Protect Bats by Closing Caves in Kentucky

  • By: Animal Advocates
  • Target: Mammoth Cave National Park, superintendent Sarah Craighead

White-nose syndrome, responsible for killing some 6 million North American bats since 2006,  has been confirmed in Kentucky's Mammoth Cave National Park. Mammoth Cave National Park has more than 400 individual caves.

White-nose syndrome is named after a bizarre white fuzz that grows on the nose, ears and wings of infected bats. Although white-nose syndrome spreads primarily from bat to bat, humans may also inadvertently carry around deadly spores on their shoes, clothing or caving gear. Which is why authorities close caves to slow the epidemic.

Mammoth Cave National Park claims it is closed to human access- EXCEPT, for a visitors fee, 400,000 tourists still participate ranger-led tours every year. That's not "closed to human access".

Long Cave is the park's longest bat hibernaculum, providing a home for endangered gray and Indiana bats as well as other, more common species. We ask Mammoth Cave National Park to stop all tourism and visitors and help stop the spead of this deadly disease amoung the Northern long-eared bat population.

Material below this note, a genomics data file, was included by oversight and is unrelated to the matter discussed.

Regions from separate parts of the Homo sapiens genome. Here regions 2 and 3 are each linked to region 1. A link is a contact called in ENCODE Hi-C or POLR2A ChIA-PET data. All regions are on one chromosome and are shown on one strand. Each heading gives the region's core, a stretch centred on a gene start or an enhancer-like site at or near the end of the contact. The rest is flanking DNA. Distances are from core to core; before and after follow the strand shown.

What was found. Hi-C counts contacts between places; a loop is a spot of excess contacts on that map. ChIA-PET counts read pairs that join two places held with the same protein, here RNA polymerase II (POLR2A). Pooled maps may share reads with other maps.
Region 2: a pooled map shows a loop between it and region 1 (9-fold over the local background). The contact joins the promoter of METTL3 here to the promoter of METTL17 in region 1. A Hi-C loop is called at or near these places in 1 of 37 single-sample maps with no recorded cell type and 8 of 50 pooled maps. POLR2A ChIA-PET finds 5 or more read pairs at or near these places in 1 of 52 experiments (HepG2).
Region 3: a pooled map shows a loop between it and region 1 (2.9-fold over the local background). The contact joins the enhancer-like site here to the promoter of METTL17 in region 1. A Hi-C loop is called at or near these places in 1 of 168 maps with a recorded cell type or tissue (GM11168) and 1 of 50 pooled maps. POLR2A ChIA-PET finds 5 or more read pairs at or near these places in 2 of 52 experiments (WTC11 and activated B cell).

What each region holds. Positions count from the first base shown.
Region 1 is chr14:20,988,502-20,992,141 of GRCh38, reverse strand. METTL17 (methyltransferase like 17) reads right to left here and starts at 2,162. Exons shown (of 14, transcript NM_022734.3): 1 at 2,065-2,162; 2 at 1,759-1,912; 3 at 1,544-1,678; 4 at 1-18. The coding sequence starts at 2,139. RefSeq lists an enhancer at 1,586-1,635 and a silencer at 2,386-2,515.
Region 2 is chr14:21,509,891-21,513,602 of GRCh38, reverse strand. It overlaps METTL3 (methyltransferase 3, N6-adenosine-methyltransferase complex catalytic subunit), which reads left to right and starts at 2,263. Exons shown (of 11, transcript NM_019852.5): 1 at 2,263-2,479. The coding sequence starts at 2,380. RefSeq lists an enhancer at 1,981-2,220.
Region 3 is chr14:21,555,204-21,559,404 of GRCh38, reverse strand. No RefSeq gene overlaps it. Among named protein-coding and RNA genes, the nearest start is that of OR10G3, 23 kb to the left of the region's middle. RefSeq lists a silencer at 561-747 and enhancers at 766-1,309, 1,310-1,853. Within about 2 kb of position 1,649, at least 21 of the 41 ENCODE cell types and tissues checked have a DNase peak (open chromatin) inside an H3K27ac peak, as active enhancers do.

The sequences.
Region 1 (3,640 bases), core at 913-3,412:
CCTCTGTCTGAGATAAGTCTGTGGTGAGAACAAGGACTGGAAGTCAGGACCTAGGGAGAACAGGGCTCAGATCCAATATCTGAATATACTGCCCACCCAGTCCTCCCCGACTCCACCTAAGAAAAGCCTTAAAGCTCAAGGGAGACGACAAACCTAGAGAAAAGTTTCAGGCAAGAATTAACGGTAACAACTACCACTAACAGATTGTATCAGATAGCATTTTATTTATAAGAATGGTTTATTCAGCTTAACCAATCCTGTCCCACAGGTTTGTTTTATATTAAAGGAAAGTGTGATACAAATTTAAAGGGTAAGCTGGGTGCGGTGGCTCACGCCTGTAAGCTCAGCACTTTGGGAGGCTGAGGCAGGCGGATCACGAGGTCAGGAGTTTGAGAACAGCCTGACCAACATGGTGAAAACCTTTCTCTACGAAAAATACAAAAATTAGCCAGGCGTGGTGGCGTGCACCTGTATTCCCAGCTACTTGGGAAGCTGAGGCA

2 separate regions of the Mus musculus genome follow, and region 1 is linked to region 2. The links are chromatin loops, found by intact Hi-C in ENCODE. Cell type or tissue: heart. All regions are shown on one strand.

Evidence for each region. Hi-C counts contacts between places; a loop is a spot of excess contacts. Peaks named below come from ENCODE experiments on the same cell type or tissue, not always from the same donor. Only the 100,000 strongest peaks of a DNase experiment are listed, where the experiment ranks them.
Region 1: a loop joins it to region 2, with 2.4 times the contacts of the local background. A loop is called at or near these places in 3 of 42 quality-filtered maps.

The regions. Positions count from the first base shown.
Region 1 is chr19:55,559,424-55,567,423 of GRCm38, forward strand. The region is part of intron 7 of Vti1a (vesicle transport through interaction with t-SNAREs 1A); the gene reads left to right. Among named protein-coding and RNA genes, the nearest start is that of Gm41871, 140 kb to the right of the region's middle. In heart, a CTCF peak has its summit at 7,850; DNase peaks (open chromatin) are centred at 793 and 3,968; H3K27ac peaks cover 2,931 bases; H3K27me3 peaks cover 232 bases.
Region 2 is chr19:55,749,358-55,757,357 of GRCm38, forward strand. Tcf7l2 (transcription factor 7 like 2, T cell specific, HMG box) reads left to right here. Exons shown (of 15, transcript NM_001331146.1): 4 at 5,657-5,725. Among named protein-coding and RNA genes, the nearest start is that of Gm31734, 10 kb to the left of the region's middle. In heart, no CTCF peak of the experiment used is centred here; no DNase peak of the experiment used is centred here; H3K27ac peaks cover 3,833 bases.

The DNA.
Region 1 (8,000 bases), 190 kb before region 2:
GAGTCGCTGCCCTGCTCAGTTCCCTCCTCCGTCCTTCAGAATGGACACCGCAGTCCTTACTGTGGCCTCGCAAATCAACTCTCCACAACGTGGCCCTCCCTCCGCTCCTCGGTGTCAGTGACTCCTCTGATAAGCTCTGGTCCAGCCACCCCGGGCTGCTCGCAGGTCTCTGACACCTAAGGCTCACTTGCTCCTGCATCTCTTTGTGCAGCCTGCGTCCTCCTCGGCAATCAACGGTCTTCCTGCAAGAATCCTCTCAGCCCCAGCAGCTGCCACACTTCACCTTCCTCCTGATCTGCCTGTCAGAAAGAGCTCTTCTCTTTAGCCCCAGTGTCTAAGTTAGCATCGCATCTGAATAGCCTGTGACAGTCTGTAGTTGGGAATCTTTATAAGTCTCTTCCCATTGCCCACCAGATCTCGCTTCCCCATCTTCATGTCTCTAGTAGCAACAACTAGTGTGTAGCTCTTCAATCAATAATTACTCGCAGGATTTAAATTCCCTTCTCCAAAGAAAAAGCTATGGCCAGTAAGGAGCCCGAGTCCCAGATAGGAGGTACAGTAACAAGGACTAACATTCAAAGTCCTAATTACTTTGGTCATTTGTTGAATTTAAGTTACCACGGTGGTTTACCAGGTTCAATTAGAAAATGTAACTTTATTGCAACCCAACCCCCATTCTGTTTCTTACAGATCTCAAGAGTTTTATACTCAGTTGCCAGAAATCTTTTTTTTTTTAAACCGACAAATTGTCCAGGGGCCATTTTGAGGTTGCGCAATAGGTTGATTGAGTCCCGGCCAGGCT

SOURCE: http://www.mnn.com/earth-matters/animals/blogs/bat-disease-hits-mammoth-cave-national-park

White-nose syndrome, responsible for killing some 6 million North American bats since 2006,  has been confirmed in Kentucky's Mammoth Cave National Park. Mammoth Cave National Park has more than 400 individual caves.


White-nose syndrome is named after a bizarre white fuzz that grows on the nose, ears and wings of infected bats. Although white-nose syndrome spreads primarily from bat to bat, humans may also inadvertently carry around deadly spores on their shoes, clothing or caving gear. Which is why authorities close caves to slow the epidemic.


Mammoth Cave National Park claims it is closed to human access- EXCEPT, for a visitors fee, 400,000 tourists still participate ranger-led tours every year. That's not "closed to human access".


Long Cave is the park's longest bat hibernaculum, providing a home for endangered gray and Indiana bats as well as other, more common species. We ask Mammoth Cave National Park to stop all tourism and visitors and help stop the spead of this deadly disease amoung the Northern long-eared bat population.


SOURCE: http://www.mnn.com/earth-matters/animals/blogs/bat-disease-hits-mammoth-cave-national-park

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